"When Tizita discovered her husband's notebooks, she wasn't expecting them to change her life. As she leafed through them she was shocked to find that he was HIV-positive. Page after page, he agonized over how to tell her, but until now he had kept silent," the radio rang out.
This account, which sounds like the plot of a drama serial, is actually the true experience of one of Ethiopia's HIV-positive radio diarists. Broadcast on national radio, the series gives millions of Ethiopians a chance to hear about the real-life experiences of people living with HIV/AIDS. On the show, six HIV-positive people talk about their lives openly during weekly installments.
PEPFAR supports this initiative by providing training in radio programming. "What strikes me most is just how powerful the stories of the diarists have been," advisor Jim Clarke said. "When we first got involved, I was a little worried that they might not have very much to say. But now I find the problem is that we get too much good material rather than not enough."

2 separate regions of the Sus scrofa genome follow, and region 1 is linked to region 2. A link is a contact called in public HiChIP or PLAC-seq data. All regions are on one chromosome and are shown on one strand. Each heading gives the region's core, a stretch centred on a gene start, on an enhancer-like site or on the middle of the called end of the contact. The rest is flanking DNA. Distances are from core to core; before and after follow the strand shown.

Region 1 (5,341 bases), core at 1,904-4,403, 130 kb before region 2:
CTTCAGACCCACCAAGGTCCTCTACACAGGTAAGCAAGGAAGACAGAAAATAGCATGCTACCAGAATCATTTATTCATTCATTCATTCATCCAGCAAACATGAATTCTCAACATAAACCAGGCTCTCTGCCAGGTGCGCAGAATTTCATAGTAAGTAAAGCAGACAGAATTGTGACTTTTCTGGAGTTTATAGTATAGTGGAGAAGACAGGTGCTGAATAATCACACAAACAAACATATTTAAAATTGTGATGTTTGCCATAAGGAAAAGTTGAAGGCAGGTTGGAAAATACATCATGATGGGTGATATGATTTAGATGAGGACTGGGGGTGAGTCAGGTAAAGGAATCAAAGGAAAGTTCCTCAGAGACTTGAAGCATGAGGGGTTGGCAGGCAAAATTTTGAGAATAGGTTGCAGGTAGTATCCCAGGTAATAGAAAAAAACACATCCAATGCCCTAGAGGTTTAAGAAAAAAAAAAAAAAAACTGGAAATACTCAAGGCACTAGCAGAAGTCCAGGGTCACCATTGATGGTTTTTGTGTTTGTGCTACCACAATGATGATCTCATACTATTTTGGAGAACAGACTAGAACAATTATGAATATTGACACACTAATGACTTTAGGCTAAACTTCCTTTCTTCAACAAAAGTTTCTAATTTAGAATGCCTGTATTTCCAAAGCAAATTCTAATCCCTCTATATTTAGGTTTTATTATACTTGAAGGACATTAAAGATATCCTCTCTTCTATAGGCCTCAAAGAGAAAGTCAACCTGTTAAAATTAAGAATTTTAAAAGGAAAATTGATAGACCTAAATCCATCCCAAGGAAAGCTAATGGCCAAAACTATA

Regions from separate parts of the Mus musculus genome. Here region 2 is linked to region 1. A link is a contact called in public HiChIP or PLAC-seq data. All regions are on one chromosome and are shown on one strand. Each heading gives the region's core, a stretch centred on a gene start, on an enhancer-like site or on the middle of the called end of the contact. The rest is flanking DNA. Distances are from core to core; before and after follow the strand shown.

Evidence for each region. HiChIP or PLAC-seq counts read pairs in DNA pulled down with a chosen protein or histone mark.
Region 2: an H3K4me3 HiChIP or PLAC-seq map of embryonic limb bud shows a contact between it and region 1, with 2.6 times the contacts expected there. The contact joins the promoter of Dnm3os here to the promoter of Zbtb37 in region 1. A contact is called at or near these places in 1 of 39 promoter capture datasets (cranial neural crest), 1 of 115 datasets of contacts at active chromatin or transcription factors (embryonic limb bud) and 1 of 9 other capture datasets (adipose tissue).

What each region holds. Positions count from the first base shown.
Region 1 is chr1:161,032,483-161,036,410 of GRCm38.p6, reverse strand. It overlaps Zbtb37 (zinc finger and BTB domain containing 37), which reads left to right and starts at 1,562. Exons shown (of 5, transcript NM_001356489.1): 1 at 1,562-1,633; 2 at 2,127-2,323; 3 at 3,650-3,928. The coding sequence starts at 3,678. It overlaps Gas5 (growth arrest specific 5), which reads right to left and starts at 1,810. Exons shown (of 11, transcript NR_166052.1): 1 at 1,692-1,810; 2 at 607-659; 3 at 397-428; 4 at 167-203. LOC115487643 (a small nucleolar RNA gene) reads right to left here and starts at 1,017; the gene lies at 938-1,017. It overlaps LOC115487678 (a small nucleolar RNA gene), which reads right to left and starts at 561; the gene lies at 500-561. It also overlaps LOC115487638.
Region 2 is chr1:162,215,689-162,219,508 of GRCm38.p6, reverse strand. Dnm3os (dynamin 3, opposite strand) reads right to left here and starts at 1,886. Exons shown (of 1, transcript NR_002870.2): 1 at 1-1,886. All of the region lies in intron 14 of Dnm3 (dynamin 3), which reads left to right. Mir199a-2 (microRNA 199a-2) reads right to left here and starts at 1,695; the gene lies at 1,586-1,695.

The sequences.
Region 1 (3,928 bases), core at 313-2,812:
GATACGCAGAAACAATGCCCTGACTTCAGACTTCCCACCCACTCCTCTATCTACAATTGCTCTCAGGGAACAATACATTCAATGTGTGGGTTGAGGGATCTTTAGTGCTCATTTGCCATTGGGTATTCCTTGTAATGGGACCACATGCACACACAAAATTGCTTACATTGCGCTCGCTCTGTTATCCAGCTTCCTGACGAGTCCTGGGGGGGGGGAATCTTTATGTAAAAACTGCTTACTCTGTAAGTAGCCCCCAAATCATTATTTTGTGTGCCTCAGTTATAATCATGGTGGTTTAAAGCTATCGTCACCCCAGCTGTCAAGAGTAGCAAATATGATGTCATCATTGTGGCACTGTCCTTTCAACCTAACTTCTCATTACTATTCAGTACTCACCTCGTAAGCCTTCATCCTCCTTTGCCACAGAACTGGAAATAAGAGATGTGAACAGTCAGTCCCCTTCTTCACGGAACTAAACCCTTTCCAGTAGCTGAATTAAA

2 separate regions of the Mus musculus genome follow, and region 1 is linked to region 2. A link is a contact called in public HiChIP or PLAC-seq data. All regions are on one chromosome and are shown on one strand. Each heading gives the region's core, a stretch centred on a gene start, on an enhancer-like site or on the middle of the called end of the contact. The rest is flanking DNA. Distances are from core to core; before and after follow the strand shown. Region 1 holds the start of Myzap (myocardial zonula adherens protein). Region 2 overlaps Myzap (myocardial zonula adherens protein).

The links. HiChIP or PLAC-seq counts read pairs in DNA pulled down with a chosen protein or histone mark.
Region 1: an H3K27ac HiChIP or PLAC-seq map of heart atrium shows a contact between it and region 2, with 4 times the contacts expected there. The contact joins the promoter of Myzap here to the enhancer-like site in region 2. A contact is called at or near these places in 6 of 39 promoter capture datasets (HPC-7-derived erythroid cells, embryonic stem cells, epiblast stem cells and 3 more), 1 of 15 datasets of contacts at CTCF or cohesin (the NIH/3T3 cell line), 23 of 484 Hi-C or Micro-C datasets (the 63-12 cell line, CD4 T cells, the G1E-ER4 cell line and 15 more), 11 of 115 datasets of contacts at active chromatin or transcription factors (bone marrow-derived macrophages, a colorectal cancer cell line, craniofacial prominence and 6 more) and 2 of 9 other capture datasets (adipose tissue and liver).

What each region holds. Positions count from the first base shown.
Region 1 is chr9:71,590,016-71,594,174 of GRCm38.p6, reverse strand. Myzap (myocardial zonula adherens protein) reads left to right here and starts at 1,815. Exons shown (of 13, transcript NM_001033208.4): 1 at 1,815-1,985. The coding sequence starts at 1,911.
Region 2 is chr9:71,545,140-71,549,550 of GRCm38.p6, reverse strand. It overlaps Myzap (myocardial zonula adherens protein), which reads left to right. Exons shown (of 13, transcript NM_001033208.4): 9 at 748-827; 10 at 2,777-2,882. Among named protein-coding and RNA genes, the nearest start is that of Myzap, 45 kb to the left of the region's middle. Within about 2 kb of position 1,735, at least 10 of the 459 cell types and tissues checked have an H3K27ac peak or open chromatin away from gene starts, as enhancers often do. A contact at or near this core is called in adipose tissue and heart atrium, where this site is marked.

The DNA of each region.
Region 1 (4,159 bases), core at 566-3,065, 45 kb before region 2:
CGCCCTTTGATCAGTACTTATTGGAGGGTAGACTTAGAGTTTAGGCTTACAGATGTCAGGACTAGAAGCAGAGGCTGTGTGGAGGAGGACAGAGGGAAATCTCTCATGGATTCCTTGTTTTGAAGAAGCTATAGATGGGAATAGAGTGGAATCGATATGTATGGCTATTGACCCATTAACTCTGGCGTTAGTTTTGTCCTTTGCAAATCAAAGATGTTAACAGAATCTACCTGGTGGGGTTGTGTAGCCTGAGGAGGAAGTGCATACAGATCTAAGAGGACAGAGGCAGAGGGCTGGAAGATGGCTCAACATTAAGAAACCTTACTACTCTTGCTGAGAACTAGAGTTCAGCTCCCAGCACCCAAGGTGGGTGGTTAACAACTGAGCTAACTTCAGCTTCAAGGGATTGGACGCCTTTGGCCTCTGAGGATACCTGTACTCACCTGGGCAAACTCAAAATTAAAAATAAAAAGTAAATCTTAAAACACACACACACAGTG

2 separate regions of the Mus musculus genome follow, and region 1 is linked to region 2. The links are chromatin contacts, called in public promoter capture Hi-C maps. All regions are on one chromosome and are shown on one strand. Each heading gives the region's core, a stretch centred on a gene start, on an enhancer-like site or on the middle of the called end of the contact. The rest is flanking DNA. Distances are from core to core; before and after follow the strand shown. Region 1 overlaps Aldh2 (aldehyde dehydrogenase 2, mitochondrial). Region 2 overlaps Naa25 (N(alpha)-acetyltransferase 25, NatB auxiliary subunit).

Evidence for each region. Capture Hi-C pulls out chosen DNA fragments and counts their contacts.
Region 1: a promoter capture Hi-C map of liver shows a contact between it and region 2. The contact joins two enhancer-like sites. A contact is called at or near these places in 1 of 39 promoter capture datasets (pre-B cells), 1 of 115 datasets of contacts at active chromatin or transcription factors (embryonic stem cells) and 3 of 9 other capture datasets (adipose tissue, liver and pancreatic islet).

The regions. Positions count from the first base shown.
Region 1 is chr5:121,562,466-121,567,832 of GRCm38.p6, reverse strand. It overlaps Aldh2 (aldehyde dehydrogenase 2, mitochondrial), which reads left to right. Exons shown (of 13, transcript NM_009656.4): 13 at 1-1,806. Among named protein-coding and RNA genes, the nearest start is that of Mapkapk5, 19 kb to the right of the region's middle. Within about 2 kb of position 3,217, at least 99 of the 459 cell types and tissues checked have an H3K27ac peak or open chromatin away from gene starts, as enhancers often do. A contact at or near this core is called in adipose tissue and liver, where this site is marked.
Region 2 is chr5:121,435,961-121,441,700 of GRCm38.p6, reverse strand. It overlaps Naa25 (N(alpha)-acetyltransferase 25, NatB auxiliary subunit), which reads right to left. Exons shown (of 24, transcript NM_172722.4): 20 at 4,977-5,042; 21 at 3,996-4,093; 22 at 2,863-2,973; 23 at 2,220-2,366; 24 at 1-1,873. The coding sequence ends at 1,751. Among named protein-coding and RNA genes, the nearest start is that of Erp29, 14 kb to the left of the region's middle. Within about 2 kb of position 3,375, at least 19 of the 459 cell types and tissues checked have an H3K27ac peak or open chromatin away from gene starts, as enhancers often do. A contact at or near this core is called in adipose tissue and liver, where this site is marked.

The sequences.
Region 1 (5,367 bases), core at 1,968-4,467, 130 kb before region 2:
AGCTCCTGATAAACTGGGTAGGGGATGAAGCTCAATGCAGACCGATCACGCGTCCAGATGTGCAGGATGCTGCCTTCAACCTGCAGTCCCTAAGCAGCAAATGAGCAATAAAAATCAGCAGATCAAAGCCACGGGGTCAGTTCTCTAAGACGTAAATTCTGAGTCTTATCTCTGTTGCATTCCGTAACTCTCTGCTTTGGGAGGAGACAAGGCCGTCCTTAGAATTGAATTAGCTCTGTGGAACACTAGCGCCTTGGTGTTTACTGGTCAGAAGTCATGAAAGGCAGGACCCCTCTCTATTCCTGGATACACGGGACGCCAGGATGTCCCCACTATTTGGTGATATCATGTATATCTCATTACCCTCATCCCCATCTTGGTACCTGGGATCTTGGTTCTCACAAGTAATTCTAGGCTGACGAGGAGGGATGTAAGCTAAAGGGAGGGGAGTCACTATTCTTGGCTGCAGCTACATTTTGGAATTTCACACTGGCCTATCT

In addition to empowering HIV-positive people to tell their stories, this unique program - and the courage of the people featured on it - is breaking down the barriers of stigma and discrimination in both large and small communities throughout Ethiopia. These people no longer hide their status in shame, but work to educate others about the importance of preventing HIV.
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